From there, it fell apart. The Padres went 10-15 in August, but it kept getting worse. When Machado yelled at Tatis saying that “it’s not all about you”, there was a feeling that the season was over. The Padres prematurely ended their alleged title season with a 7-20 record over September and early October.  

By the time the season came to an end, the Padres’ main role in their marquee rivalry against the Dodgers was playing spoiler to their division hopes instead of vying for the playoffs. Before the NL Wild Card game led to the first-ever Dodgers-Giants postseason matchup, manager Jayce Tingler got the boot for letting the fans down despite most issues being out of his control. I feel bad for him, but the fans were ready to put him on a stake for the team’s colossal failures and the Padres had no choice but to cut him. 

Overall, a 79-83 record and third place in the NL West is something no one saw coming from the perennial World Series contenders. They had the pieces to be dominant. Tatis had a 40-homer season and Darvish had 199 strikeouts. Melancon led all of baseball in saves with 39. They just could not survive the other two NL West teams in California nor themselves.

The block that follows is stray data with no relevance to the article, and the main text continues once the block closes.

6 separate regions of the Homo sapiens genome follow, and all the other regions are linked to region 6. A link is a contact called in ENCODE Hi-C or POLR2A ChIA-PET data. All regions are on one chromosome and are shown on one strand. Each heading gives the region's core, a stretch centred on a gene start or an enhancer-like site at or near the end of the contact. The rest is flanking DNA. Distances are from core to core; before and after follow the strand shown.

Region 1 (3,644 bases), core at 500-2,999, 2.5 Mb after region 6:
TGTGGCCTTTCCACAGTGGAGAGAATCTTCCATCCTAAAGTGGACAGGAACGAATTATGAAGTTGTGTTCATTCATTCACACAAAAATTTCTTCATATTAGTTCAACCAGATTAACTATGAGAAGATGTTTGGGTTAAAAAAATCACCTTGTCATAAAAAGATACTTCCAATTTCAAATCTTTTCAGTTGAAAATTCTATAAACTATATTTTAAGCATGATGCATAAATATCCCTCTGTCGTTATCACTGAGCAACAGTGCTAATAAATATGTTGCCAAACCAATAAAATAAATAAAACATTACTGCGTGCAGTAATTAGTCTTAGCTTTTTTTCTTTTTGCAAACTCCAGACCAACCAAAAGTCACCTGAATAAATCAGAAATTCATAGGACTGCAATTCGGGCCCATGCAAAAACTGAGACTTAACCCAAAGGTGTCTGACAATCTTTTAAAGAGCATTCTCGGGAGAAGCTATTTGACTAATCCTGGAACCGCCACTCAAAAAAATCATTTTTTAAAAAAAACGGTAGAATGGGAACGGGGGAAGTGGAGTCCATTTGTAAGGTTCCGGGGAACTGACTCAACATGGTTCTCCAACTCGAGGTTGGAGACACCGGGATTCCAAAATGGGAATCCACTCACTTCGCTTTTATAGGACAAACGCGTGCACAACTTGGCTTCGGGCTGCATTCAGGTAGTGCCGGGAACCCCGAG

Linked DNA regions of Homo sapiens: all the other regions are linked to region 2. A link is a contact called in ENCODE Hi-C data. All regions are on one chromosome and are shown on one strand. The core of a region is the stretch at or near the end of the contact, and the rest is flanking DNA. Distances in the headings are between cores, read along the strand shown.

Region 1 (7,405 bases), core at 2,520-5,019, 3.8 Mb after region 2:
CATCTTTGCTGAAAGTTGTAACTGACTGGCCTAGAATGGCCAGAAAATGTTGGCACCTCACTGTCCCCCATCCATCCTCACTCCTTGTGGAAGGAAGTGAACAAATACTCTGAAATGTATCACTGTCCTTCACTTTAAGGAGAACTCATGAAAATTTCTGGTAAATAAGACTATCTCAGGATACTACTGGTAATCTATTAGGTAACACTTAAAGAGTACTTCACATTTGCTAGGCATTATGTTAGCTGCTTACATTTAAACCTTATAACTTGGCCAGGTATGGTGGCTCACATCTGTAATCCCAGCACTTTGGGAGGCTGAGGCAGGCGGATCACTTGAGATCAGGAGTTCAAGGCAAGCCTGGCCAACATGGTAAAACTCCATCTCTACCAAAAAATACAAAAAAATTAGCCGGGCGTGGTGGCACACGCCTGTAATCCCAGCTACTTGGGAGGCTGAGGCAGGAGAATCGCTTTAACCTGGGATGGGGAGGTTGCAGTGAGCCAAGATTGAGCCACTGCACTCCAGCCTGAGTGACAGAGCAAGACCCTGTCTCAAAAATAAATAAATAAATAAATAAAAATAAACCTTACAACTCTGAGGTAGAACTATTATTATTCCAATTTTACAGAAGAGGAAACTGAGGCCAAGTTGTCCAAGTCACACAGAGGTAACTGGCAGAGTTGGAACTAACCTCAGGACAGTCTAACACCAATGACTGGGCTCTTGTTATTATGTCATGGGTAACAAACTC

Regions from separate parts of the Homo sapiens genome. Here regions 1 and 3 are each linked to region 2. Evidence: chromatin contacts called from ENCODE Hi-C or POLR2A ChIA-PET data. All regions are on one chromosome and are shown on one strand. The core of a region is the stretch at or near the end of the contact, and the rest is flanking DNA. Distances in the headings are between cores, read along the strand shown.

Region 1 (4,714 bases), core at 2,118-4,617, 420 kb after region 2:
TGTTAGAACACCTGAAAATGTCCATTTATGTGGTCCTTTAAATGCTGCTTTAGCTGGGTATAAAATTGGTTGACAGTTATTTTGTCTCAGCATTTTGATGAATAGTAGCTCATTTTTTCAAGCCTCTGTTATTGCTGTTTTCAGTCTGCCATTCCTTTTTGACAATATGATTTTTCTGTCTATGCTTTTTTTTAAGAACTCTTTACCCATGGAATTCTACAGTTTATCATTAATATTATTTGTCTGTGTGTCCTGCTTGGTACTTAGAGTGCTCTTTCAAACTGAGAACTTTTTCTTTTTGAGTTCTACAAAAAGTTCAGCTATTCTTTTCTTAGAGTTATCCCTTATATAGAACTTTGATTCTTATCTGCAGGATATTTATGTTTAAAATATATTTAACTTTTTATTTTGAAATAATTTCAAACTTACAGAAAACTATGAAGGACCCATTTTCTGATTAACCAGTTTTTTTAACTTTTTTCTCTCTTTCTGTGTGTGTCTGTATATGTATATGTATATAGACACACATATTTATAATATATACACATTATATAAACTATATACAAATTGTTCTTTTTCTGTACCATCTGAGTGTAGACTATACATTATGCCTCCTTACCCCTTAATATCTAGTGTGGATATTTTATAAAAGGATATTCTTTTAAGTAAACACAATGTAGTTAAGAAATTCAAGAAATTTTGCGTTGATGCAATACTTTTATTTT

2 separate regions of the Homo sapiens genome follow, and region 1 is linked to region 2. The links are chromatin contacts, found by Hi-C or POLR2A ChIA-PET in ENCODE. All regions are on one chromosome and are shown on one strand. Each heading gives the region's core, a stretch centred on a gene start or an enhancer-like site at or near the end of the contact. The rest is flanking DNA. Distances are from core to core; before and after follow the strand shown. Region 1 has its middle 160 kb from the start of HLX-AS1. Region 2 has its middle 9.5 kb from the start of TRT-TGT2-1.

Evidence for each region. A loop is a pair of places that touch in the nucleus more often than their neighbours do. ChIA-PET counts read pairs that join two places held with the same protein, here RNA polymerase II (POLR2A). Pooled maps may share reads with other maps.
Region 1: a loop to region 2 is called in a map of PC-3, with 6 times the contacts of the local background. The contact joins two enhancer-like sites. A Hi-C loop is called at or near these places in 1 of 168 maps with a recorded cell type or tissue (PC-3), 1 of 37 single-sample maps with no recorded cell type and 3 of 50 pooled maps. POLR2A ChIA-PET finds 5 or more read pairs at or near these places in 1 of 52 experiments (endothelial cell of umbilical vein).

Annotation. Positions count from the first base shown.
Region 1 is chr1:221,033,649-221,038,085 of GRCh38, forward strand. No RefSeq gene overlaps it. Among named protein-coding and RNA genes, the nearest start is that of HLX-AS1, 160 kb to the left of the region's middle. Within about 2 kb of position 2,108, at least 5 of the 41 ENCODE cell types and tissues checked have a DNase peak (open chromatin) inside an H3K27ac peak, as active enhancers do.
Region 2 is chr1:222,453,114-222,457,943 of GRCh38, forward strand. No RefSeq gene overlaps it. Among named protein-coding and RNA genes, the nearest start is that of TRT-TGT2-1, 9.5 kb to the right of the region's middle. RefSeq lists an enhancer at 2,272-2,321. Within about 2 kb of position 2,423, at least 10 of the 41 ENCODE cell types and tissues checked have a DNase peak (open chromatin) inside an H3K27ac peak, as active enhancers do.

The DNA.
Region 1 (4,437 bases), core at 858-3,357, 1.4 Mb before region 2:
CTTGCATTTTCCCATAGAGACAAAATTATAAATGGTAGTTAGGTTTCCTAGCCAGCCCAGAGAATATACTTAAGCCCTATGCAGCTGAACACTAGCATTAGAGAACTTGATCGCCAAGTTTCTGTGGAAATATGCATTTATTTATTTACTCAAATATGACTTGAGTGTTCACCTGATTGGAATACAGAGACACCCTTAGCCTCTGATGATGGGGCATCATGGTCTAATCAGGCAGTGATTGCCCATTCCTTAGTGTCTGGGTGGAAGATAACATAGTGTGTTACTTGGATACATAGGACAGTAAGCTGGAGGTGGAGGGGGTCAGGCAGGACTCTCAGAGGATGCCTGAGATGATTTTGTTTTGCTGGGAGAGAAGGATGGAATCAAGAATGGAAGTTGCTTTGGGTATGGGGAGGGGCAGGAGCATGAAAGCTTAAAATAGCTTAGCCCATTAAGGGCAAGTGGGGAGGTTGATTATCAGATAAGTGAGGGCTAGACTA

Despite all these failures and shortcomings from the Padres, we should not be surprised with this outcome. In fact, we should treat it like the Mets and Phillies and call it a disappointing reality. What if I told you that this was not the first time that we have experienced this from the Padres?